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Nearly killed off a decade ago by compact discs and digital music downloads, the mighty vinyl record is fighting its way back onto turntables across America.
Toe-tappers snapped up nearly 1 million records last year, a 15 percent increase and the highest level in three years, according to Nielsen SoundScan.
Though the LP never lost its luster to many audiophiles and the handful of independent music stores that kept healthy numbers of them in stock, mainstream retailers now are getting into the act.
The most recent is Richfield-based Best Buy Co. Inc., which is launching a pilot project at an undisclosed number of stores.
"We've got an executive here who's basically responding to his own children and is sponsoring a test to see if there's a market," said Best Buy CEO Brad Anderson, 59, with a big belly laugh, adding, "As an old vinyl collector, this is close to my heart."
Best Buy, the nation's largest consumer electronics retailer, is predictably tight-lipped about the test, to avoid artificially tipping the scales.
But even if the retailer ends up rolling out record sales nationwide, as competitor Circuit City Stores Inc. did years ago, no one expects vinyl to drive Best Buy's earnings.
For veteran album collectors such as Scott Johnson, who recently picked up a fresh stack at Arc's Valu Village Thrift Store in Richfield, the long-playing record's rise from throwback to comeback is a welcome sign.
"Music sounds great on vinyl if you get a nice, decent copy," said Johnson of Prior Lake, who said he is in his mid-40s. "You get a warm sound. You get the liner notes, cool artwork. ... It's more fun."
Records nonetheless remain a drop in the musical bucket, pulling in just 0.2 percent of total sales last year. CD sales, which have dropped precipitously in recent years as consumers have turned to digital downloads to stock their MP3 players, still make up 90 percent of the market. And the music industry likes vinyl because it can't be download illegally -- something nearly six in 10 consumers did last year.
But now that younger music lovers have discovered that the iPod and the turntable can peacefully coexist, retailers are taking note.
Amazon created a special section last fall just for record-lovers, even though it has been selling records online for more than a dozen years.
At Half Price Books, second-hand sales of vinyl have increased every year since 2005, when sales shot up 11 percent nationally and 21 percent in Minnesota, spokeswoman Kirk Thompson said.
Half Price Books traded about 85,000 records at its seven Twin Cities locations last year, an uptick of 11 percent.
Credit goes to rap
Stop in at Hymie's Vintage Records, the Electric Fetus, Eclipse Records, Treehouse Records or Vintage Music Co., and you'll see "old fogy collectors as well as lots of younger kids" working their fingers over the rows of 12-inch-square record jackets, said Auralee Likes, co-owner of Hymie's.
Hymie's, on Lake Street in Minneapolis, is a mecca for record collectors. It sells mostly albums (and a smattering of eight-tracks) from its funky-colored store where a John Lennon towel hangs on one of its windows and "Pucker" the fox terrier greets customers.
"Rap is somewhat responsible for keeping vinyl records around, because the DJs use vinyl," said Likes, who owns Hymie's with Julie Wellman.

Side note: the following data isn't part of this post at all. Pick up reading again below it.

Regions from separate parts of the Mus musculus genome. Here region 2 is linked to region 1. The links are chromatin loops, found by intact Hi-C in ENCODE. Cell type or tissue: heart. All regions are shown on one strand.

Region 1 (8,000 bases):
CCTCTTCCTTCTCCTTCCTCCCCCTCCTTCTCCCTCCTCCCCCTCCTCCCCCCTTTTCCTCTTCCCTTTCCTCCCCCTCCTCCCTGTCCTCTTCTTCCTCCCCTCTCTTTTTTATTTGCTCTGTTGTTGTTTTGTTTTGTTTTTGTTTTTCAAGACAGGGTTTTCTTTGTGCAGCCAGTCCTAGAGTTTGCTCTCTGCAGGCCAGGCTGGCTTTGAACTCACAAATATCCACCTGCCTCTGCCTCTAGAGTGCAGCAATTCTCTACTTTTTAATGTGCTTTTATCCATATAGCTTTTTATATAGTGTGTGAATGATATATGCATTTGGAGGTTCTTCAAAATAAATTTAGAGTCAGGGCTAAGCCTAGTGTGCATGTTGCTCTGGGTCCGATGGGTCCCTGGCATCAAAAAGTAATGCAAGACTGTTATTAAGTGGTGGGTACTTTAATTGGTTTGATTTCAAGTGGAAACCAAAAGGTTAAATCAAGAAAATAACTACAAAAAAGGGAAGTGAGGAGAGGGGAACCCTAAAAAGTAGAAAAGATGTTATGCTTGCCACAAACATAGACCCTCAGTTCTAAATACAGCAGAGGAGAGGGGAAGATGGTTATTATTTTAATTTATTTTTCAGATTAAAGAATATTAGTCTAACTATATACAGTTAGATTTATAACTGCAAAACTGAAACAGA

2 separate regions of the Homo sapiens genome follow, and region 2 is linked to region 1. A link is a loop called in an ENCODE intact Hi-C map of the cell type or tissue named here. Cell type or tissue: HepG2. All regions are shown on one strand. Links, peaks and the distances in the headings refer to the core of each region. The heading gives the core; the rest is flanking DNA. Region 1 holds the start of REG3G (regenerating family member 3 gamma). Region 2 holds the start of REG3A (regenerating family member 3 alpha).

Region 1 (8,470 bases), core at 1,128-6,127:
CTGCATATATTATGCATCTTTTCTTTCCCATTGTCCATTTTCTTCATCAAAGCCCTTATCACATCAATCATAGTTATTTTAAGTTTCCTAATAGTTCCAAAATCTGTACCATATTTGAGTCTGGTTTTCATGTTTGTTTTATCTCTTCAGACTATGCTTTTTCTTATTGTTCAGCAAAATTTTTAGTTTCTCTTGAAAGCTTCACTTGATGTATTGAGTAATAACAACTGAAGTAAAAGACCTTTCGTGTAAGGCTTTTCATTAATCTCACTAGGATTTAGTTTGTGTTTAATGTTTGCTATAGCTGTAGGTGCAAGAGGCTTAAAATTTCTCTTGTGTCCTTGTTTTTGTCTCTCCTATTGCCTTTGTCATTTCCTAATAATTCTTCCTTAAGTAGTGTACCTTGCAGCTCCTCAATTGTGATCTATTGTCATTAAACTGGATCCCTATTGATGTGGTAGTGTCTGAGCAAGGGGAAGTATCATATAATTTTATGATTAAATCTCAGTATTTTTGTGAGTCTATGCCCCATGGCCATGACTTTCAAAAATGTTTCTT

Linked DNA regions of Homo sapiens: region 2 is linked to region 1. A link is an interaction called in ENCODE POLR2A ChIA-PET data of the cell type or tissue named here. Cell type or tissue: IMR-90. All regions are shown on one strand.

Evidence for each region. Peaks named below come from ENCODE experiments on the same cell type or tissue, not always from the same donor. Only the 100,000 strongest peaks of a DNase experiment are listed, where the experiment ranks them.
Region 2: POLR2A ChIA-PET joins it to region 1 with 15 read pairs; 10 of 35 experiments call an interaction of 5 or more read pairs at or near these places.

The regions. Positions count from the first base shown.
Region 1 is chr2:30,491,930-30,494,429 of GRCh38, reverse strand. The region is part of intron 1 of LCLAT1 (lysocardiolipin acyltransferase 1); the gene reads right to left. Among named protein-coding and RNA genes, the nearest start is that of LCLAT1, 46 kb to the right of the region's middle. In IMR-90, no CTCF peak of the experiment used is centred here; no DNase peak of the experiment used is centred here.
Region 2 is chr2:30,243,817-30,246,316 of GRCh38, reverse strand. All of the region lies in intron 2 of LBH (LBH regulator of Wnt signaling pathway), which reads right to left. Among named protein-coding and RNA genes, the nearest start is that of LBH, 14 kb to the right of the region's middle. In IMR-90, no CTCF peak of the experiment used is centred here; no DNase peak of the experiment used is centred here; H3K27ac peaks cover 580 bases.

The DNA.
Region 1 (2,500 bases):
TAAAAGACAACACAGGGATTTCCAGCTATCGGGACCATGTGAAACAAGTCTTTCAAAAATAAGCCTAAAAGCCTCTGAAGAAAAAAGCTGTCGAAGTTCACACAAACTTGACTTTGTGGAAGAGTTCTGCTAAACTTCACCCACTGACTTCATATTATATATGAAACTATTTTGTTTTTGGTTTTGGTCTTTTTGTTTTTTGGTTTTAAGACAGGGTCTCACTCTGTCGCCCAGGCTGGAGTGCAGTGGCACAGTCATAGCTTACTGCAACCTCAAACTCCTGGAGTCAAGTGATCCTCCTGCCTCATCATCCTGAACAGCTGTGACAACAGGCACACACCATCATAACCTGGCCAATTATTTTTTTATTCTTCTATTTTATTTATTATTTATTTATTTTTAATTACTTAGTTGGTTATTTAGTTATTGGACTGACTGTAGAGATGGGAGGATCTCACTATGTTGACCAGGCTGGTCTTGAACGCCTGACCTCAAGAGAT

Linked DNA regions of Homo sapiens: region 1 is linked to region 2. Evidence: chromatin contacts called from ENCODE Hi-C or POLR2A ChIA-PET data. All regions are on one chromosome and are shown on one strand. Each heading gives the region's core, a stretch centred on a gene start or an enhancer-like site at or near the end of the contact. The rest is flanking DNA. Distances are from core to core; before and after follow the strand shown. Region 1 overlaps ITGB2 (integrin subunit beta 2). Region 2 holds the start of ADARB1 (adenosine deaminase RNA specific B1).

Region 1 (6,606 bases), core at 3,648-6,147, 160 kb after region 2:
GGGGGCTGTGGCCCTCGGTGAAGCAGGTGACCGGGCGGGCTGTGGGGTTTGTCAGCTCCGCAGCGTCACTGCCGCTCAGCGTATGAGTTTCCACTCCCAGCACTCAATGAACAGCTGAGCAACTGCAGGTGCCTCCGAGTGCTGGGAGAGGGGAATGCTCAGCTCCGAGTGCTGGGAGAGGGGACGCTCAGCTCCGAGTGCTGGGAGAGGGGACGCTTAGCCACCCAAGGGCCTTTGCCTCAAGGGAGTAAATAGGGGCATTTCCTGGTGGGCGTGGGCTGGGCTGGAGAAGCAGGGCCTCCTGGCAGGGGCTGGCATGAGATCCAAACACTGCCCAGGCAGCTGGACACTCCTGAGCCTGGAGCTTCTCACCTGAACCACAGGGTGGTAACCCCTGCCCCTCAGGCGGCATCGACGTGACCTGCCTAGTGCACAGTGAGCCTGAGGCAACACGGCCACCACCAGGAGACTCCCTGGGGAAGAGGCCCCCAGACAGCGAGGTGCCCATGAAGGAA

"The younger crowd hears the sample from the old records in the hip-hop, and then come in here and find out that this little sound is actually a whole album. ... It's like a library, you can learn so much."
At the Electric Fetus, the space for vinyls has nearly tripled in the past 18 months, retail manager Bob Fuchs said. While still a small slice of overall sales, vinyl has jumped from 2 or 3 percent a couple of years ago to 5 or 6 percent now, he said.
The Fetus will keep expanding floor space as long as customers keep buying. Considering that half of U.S. teenagers didn't buy a single CD in 2007, according to NPD Group, he might be on to something.
As part of a coalition of 30 independent retailers, Fuchs was none too pleased to hear that big-box retailers are taking interest.
"They'll get the exclusive Tom Petty or Rolling Stones LP because they have that kind of clout," Fuchs said. But "they'll miss the small things, because they don't have time to deal with them, nor do they have the knowledge."
More artists on board
More artists are giving LPs another spin as well, including recent releases from the Killers, Ryan Adams, R.E.M., Jack Johnson, Radiohead, Amy Winehouse and Elvis Costello. A growing number of artists also offer multiple platforms at once -- vinyl, CD and a coupon for a free download.
The multiple format satisfies the needs of some enthusiasts who claim that vinyl sounds better than digitized music (though there's some disagreement about that), and also gives consumers the portability they need to take music with them in their cars or while they jog around the lake.
But though many of those now scouring the record bins are trying to reclaim the vinyls they sold years ago, retailers say the resurgence of the record doesn't necessarily mean your dusty collection will be worth more.
Only LPs in mint condition get resold, and many aren't. And while Diana Ross might have serenaded you through your first love, only the rarest of records fetch much in the marketplace.
Then again, a picture sleeve 45-rpm record of a 1960s surfer-girl band the Honeys recently went for a couple of thousand dollars on e-Bay, Likes said.
Jackie Crosby • 612-673-7335